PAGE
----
This is a blog dedicated to a personal interpretation of political news of the day. I attempt to be as knowledgeable as possible before commenting and committing my thoughts to a day's communication.

Monday, November 30, 2015

A Base for Islamic Barbarity

"A few years ago it was the pensioners going, who wanted the Israeli sun. Now it is young people with children. They are scared."
"I never thought I would have to hide a Jewish newspaper on the metro. When my grandson comes out of the school, he knows to put his kippah in his pocket. He asks me, why do they hate us? I say, oh, it’s a long story."
"It is a painful thing. I am a real Belgian – my country, my culture and my friends are here."
"My daughter never, never, never thought to leave. Now, she says of her little boy, what is his future here? We don’t feel safe."
"They [Belgian authorities] are afraid of this [Muslim] community. The Belgians are a very nice people. That’s the problem."
Betty Dan, Jewish community organizer, Brussels
A Jewish boy stands with flowers in front of an Israeli flag and flowers laid in front of the Jewish Museum in Brussels      A Jewish boy stands with flowers in front of an Israeli flag and flowers laid in front of the Jewish Museum in Brussels, where four people were murdered by a gunman in 2014  Photo: AFP/GETTY

"Jews are praying at home. Some of them are planning to leave. People realise there is no future for Jews in Europe."
Rabbi Avraham Guigui, Brussels' Grand Synagogue

"I grew up in Argentina and experienced some anti-Semitism, but compared to what my children go through in Europe in 2015, it is incomparable."
"If I count my own experience, the insults and violent actions seem to come from people who curse me with Allahu Akhbar, or some Arabic insult."

"We see people are targeted for being Jewish in the streets all the time. It is a war of ideas." 
"I do hear around me this idea coming over and over: that we should not think of Brussels or Europe as a long-term strategy for our children."
Rabbi Avi Tawil, director, European Jewish Community Centre
As increasing migrations of Arabs and Muslims moved into Europe, a concomitant increase in anti-Semitism arose, so what is occurring now is not of recent vintage, but what has changed is that the anti-Semitism has become more overtly raging, and accompanied on occasion by vicious and sometimes lethal attacks on Jews in Europe. And Belgium has experienced  more than its due share, reflective of the number of Muslims known to be Islamist jihadists.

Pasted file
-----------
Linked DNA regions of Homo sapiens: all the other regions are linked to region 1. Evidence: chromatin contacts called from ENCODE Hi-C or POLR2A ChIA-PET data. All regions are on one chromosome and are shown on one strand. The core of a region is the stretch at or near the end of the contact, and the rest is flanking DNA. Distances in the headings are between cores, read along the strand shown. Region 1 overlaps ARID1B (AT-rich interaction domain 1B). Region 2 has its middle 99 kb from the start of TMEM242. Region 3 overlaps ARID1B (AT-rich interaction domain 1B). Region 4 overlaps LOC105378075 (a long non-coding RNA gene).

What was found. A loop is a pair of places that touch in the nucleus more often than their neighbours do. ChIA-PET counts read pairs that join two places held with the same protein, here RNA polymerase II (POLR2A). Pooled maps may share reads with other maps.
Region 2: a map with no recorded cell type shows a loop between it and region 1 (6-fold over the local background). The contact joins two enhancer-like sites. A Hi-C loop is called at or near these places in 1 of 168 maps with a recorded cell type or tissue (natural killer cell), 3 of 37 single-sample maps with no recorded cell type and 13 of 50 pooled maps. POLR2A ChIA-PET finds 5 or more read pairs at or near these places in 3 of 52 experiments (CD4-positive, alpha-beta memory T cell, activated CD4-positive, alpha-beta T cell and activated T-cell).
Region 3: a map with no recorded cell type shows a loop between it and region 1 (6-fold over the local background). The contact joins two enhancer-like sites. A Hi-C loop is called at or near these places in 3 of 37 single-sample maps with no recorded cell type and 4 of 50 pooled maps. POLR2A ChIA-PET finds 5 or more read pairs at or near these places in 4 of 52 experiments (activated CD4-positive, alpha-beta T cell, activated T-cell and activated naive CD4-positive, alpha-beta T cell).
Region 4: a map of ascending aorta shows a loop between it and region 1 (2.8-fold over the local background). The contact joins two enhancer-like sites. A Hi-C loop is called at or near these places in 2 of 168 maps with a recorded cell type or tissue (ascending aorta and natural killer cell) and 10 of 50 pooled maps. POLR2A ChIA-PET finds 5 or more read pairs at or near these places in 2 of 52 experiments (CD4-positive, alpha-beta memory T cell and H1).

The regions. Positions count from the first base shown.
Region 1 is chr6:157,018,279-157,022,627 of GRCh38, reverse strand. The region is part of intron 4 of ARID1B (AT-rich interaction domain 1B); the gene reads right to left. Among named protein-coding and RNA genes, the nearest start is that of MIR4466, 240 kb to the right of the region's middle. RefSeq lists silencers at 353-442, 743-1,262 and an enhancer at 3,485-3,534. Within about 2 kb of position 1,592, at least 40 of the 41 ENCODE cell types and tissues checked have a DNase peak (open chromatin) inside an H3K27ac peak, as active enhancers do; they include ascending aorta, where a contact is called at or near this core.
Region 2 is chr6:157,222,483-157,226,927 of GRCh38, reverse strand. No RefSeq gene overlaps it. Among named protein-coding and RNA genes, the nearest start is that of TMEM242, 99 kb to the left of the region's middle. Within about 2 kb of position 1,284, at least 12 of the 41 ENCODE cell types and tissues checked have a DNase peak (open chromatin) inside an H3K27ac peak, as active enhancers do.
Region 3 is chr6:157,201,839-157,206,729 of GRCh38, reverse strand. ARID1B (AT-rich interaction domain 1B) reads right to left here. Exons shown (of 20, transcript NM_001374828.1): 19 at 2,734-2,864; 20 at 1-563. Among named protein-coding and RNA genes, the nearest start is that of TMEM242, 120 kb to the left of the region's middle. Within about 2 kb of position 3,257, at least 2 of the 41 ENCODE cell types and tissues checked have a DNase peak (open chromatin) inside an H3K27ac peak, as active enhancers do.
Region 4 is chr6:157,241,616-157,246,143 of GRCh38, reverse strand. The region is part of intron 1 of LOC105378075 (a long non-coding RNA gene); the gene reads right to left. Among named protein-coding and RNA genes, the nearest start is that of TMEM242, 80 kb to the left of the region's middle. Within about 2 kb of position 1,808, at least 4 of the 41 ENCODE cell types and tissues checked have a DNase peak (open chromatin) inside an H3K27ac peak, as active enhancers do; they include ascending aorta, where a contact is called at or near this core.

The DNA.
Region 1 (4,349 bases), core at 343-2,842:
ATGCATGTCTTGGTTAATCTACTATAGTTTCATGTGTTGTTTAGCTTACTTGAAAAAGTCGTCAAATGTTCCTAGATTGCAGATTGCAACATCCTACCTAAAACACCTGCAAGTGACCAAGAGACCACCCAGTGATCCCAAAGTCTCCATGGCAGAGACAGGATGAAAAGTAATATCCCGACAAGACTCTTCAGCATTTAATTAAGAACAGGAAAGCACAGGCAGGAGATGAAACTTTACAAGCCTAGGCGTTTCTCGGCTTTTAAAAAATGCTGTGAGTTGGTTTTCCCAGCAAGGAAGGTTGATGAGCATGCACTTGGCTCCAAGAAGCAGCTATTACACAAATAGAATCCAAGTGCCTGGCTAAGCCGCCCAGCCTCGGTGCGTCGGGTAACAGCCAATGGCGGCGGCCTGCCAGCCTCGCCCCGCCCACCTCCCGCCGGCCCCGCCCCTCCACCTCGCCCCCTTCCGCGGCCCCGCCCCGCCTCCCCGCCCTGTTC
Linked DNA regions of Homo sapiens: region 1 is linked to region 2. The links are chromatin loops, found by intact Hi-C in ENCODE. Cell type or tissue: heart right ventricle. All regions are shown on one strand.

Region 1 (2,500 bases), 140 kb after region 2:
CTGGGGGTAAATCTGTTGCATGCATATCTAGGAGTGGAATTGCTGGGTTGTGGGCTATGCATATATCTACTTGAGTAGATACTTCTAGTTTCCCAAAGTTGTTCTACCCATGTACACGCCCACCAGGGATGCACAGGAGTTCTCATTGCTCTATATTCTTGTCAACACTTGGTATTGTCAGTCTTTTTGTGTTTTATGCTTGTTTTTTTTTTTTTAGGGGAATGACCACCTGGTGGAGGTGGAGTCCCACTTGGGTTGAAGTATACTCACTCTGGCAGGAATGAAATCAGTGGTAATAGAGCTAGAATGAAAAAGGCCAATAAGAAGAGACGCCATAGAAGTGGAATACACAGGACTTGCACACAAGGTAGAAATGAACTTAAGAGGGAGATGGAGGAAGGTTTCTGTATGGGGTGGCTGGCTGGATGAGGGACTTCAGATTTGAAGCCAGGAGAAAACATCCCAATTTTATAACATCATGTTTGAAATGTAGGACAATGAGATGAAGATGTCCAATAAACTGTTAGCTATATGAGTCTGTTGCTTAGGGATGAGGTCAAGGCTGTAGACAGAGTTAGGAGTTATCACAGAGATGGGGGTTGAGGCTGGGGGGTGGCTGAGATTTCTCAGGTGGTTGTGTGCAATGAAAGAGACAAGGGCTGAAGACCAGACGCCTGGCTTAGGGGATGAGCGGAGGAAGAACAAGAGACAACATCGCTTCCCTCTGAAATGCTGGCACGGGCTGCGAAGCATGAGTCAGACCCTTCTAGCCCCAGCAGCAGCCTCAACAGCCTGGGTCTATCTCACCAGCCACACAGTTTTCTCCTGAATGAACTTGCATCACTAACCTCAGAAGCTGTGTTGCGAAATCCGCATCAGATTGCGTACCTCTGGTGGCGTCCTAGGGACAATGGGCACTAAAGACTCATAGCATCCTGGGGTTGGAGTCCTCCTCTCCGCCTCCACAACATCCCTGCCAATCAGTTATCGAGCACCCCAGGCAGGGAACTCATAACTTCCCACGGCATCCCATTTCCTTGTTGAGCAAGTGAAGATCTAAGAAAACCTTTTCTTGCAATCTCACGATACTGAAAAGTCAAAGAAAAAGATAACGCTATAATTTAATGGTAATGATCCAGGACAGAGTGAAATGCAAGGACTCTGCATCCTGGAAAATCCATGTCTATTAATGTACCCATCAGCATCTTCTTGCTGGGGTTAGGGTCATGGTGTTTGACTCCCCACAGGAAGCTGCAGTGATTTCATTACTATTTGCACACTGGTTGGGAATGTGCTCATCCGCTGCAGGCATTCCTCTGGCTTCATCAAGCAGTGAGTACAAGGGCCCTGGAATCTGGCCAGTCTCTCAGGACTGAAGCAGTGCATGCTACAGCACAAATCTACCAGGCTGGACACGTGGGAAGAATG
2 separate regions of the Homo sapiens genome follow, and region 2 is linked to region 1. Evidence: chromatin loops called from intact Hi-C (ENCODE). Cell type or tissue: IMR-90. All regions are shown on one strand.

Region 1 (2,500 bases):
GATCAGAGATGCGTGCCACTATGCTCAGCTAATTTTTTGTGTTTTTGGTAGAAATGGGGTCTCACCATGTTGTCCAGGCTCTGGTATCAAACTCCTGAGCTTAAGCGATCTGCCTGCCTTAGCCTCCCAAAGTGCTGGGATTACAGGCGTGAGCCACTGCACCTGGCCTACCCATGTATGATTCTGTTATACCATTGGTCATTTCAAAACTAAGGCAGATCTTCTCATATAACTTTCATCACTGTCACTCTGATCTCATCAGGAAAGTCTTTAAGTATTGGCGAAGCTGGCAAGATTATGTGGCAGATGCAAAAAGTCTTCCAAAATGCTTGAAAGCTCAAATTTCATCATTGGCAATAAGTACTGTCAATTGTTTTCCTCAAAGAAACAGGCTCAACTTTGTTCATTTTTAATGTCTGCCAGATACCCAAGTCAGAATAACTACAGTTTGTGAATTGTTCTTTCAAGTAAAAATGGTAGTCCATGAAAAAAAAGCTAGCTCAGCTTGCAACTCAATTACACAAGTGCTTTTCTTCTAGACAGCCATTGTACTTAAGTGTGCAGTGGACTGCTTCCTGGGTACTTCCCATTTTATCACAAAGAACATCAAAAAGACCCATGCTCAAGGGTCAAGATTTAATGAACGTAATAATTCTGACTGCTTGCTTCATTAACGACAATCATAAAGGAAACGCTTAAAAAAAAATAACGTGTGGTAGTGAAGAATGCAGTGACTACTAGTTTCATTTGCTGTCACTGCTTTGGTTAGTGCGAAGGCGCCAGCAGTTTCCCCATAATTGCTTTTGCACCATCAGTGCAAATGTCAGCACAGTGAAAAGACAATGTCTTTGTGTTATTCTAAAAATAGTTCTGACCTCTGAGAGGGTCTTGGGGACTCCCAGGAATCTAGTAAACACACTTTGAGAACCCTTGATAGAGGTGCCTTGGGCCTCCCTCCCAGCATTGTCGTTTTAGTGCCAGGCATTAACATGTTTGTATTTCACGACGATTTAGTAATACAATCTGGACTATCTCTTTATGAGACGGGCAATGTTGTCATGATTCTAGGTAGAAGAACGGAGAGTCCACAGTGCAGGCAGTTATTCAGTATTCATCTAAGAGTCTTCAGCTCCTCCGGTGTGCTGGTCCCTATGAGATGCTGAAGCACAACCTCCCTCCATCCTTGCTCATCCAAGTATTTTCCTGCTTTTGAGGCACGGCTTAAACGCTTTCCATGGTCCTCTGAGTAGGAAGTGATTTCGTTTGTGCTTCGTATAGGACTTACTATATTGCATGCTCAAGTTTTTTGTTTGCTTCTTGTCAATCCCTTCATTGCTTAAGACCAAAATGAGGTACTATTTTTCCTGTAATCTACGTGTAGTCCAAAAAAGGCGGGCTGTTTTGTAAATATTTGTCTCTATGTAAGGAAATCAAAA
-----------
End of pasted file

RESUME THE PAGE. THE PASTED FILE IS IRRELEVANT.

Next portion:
Rabbi Tawil tells of his experience of a decade earlier when someone approached him to enquire his baby's age as the rabbi was pushing the little boy in his stroller. The Rabbi's response elicited a surprising rejoinder: "Allah willing, he will be dead soon". This first encounter led to more of the same, only they have become more threatening as time goes by. He now has four children and his concern is for their safety.

The Grand Synagogue in Brussels closed its doors for the first time since the Second World War, leaving people to pray in their own homes at Shabbat [the Jewish Sabbath], when earlier in the month Belgian troops in armoured cars patrolled the streets, reflecting anticipation of an "imminent" terrorist attack.

Belgian Jews have reason to be concerned since they have been specifically targeted in the past. An Jew-hating Islamist returned from jihad in the Middle East attacked an orthodox school in Toulouse, France, shooting to death a rabbi and three Jewish children, in 2012. A Frenchman of Algerian descent rampaged at a Jewish museum in Brussels in May of 2014, killing four people.

November of 2014 saw a rabbi in Antwerp stabbed and in January of 2015 yet another Islamist murdered four shoppers at a Paris kosher store, in the wake of the Charlie Hebdo massacre. The government of Belgium has statistics showing that 130 anti-Semitic incidents occurred last year, a fifty percent increase over the year before.

Paris kosher supermarket hostages freedPolice storm the Kosher supermarket where terrorists killed four  Photo: Vantagenews.com

There is a lot of explaining to do, although root causes and effects are well enough known. Belgium’s security services and its faint-hearted politicians are the subject both internally and internationally of intense scrutiny over how the city, and most especially the tiny commune of Molenbeek became an incubator of a series of terrorist plots. The puzzle to outsiders is how the government could turn a blind eye to extremism.

Accusations also come from within as well, when last week Karl Vanlouwe, a leading Flemish politician, pointed the finger of blame at socialist MPs for indulging radical networks with "extreme tolerance", in the process turning Brussels into a "base for Islamic barbarism."

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